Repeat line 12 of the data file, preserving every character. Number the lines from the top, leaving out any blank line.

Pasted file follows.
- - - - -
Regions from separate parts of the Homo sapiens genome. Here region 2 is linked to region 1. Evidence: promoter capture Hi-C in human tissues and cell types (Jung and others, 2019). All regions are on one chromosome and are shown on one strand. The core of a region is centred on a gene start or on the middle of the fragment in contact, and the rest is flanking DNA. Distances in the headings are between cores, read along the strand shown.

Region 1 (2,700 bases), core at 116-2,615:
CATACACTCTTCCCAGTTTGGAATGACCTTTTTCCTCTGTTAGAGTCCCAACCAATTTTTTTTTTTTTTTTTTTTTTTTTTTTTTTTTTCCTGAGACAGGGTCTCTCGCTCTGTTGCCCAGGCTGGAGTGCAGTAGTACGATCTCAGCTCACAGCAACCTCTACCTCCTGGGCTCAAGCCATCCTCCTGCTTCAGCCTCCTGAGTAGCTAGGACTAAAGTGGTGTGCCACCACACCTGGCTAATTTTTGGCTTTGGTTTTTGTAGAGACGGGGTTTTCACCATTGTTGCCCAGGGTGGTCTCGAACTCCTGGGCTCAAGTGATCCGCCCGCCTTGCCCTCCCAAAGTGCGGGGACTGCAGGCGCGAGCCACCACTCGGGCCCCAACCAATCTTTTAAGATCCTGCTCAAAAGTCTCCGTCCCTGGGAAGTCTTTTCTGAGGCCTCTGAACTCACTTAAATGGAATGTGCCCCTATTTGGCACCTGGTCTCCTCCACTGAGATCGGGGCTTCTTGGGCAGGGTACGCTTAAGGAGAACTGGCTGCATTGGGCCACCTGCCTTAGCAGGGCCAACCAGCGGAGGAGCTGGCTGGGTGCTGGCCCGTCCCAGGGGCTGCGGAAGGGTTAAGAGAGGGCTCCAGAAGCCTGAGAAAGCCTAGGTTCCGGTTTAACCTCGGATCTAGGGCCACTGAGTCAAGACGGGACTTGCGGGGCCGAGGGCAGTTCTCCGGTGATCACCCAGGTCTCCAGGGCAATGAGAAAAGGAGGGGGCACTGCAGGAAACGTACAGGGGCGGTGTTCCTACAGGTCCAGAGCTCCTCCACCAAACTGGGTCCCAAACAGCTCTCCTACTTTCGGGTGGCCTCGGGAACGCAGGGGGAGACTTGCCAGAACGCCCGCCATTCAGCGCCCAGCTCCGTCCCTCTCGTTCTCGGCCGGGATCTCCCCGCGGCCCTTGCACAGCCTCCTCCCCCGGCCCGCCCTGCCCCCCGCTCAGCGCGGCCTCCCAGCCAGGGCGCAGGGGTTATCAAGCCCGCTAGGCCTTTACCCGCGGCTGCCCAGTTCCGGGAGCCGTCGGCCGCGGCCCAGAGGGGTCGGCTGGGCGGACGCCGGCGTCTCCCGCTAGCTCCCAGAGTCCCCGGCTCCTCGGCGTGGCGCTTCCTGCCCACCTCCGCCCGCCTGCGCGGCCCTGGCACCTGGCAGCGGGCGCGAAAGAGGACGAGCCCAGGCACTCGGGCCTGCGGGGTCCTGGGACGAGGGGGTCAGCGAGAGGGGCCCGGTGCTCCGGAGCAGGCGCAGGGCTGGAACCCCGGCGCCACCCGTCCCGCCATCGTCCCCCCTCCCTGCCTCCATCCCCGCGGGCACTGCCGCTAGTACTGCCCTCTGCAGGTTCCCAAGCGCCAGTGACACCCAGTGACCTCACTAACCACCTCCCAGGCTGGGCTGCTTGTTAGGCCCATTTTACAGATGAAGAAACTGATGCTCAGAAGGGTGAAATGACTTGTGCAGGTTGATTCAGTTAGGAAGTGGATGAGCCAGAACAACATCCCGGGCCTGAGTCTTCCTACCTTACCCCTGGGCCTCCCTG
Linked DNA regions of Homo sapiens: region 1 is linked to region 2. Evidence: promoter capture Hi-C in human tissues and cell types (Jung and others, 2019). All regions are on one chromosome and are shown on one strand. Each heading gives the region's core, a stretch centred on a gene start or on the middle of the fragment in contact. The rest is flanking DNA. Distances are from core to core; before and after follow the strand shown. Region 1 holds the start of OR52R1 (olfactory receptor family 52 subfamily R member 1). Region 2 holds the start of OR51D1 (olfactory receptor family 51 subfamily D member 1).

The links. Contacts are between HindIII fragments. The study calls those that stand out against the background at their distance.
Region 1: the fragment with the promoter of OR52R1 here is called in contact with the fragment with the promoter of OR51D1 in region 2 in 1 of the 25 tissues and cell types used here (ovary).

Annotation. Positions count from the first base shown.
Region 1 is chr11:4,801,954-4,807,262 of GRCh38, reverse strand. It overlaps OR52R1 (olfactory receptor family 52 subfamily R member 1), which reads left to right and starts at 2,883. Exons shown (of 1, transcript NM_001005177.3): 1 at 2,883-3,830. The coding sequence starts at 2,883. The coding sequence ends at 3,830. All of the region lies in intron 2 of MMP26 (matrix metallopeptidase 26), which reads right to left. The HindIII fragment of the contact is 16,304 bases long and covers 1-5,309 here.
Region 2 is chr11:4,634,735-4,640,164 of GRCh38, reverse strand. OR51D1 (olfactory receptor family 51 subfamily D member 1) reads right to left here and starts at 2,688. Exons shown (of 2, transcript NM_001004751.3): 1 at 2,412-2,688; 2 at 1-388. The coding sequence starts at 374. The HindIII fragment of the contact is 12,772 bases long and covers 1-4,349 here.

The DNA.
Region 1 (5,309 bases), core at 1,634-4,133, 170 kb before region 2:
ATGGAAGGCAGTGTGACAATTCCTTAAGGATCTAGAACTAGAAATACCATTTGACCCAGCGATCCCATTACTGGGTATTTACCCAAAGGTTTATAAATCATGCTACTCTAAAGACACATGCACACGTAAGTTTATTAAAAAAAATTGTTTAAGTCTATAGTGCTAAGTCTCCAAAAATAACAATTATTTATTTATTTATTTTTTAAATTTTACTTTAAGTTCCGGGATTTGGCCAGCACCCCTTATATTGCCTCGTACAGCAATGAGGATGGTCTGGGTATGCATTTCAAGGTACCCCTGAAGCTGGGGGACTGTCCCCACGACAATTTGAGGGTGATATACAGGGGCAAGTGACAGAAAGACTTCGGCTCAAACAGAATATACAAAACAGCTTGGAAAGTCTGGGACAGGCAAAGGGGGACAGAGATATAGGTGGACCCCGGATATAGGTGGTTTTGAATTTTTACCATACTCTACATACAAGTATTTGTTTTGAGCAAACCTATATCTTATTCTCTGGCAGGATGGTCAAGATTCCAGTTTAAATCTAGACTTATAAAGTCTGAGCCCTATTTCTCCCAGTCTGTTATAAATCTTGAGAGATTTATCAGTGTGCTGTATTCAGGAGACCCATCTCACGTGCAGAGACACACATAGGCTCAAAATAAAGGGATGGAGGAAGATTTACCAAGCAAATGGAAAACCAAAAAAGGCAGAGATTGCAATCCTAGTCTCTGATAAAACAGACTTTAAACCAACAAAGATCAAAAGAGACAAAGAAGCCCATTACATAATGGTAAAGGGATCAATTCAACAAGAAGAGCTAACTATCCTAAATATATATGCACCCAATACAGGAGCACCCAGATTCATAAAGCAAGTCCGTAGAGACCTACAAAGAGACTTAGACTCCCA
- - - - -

ATGGAAGGCAGTGTGACAATTCCTTAAGGATCTAGAACTAGAAATACCATTTGACCCAGCGATCCCATTACTGGGTATTTACCCAAAGGTTTATAAATCATGCTACTCTAAAGACACATGCACACGTAAGTTTATTAAAAAAAATTGTTTAAGTCTATAGTGCTAAGTCTCCAAAAATAACAATTATTTATTTATTTATTTTTTAAATTTTACTTTAAGTTCCGGGATTTGGCCAGCACCCCTTATATTGCCTCGTACAGCAATGAGGATGGTCTGGGTATGCATTTCAAGGTACCCCTGAAGCTGGGGGACTGTCCCCACGACAATTTGAGGGTGATATACAGGGGCAAGTGACAGAAAGACTTCGGCTCAAACAGAATATACAAAACAGCTTGGAAAGTCTGGGACAGGCAAAGGGGGACAGAGATATAGGTGGACCCCGGATATAGGTGGTTTTGAATTTTTACCATACTCTACATACAAGTATTTGTTTTGAGCAAACCTATATCTTATTCTCTGGCAGGATGGTCAAGATTCCAGTTTAAATCTAGACTTATAAAGTCTGAGCCCTATTTCTCCCAGTCTGTTATAAATCTTGAGAGATTTATCAGTGTGCTGTATTCAGGAGACCCATCTCACGTGCAGAGACACACATAGGCTCAAAATAAAGGGATGGAGGAAGATTTACCAAGCAAATGGAAAACCAAAAAAGGCAGAGATTGCAATCCTAGTCTCTGATAAAACAGACTTTAAACCAACAAAGATCAAAAGAGACAAAGAAGCCCATTACATAATGGTAAAGGGATCAATTCAACAAGAAGAGCTAACTATCCTAAATATATATGCACCCAATACAGGAGCACCCAGATTCATAAAGCAAGTCCGTAGAGACCTACAAAGAGACTTAGACTCCCA